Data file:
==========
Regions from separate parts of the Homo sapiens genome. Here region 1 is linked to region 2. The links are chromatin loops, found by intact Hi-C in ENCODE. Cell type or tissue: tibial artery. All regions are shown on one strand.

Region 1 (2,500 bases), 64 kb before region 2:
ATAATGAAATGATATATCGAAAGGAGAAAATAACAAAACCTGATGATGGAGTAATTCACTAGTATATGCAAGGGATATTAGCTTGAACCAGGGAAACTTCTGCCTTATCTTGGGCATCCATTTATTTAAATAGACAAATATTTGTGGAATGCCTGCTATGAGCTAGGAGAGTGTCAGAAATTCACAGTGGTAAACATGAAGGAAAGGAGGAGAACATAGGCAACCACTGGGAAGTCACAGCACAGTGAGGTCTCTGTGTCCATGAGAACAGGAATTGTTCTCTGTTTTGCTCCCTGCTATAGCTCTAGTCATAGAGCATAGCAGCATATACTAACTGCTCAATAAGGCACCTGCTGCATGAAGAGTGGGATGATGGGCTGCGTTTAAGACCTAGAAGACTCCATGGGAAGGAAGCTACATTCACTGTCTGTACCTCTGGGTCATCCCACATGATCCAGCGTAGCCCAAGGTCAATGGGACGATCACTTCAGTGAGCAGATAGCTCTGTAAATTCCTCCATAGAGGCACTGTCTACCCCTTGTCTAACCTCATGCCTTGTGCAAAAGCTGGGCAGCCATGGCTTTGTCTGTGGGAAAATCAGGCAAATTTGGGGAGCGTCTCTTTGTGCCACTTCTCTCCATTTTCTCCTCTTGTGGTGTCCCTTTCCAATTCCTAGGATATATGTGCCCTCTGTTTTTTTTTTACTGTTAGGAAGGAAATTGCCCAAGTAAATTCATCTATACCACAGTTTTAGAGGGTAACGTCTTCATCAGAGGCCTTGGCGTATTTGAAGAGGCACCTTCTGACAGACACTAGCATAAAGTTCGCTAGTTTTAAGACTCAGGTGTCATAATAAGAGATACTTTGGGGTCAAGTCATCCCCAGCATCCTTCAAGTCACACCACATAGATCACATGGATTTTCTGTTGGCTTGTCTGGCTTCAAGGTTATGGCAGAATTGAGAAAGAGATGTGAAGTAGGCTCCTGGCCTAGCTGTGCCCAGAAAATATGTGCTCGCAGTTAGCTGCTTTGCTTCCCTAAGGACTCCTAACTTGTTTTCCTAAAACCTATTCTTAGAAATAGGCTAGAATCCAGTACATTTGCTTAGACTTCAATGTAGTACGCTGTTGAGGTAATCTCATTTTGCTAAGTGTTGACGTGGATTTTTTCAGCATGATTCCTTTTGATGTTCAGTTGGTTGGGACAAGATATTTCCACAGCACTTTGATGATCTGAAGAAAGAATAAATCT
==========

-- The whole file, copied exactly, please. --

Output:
Regions from separate parts of the Homo sapiens genome. Here region 1 is linked to region 2. The links are chromatin loops, found by intact Hi-C in ENCODE. Cell type or tissue: tibial artery. All regions are shown on one strand.

Region 1 (2,500 bases), 64 kb before region 2:
ATAATGAAATGATATATCGAAAGGAGAAAATAACAAAACCTGATGATGGAGTAATTCACTAGTATATGCAAGGGATATTAGCTTGAACCAGGGAAACTTCTGCCTTATCTTGGGCATCCATTTATTTAAATAGACAAATATTTGTGGAATGCCTGCTATGAGCTAGGAGAGTGTCAGAAATTCACAGTGGTAAACATGAAGGAAAGGAGGAGAACATAGGCAACCACTGGGAAGTCACAGCACAGTGAGGTCTCTGTGTCCATGAGAACAGGAATTGTTCTCTGTTTTGCTCCCTGCTATAGCTCTAGTCATAGAGCATAGCAGCATATACTAACTGCTCAATAAGGCACCTGCTGCATGAAGAGTGGGATGATGGGCTGCGTTTAAGACCTAGAAGACTCCATGGGAAGGAAGCTACATTCACTGTCTGTACCTCTGGGTCATCCCACATGATCCAGCGTAGCCCAAGGTCAATGGGACGATCACTTCAGTGAGCAGATAGCTCTGTAAATTCCTCCATAGAGGCACTGTCTACCCCTTGTCTAACCTCATGCCTTGTGCAAAAGCTGGGCAGCCATGGCTTTGTCTGTGGGAAAATCAGGCAAATTTGGGGAGCGTCTCTTTGTGCCACTTCTCTCCATTTTCTCCTCTTGTGGTGTCCCTTTCCAATTCCTAGGATATATGTGCCCTCTGTTTTTTTTTTACTGTTAGGAAGGAAATTGCCCAAGTAAATTCATCTATACCACAGTTTTAGAGGGTAACGTCTTCATCAGAGGCCTTGGCGTATTTGAAGAGGCACCTTCTGACAGACACTAGCATAAAGTTCGCTAGTTTTAAGACTCAGGTGTCATAATAAGAGATACTTTGGGGTCAAGTCATCCCCAGCATCCTTCAAGTCACACCACATAGATCACATGGATTTTCTGTTGGCTTGTCTGGCTTCAAGGTTATGGCAGAATTGAGAAAGAGATGTGAAGTAGGCTCCTGGCCTAGCTGTGCCCAGAAAATATGTGCTCGCAGTTAGCTGCTTTGCTTCCCTAAGGACTCCTAACTTGTTTTCCTAAAACCTATTCTTAGAAATAGGCTAGAATCCAGTACATTTGCTTAGACTTCAATGTAGTACGCTGTTGAGGTAATCTCATTTTGCTAAGTGTTGACGTGGATTTTTTCAGCATGATTCCTTTTGATGTTCAGTTGGTTGGGACAAGATATTTCCACAGCACTTTGATGATCTGAAGAAAGAATAAATCT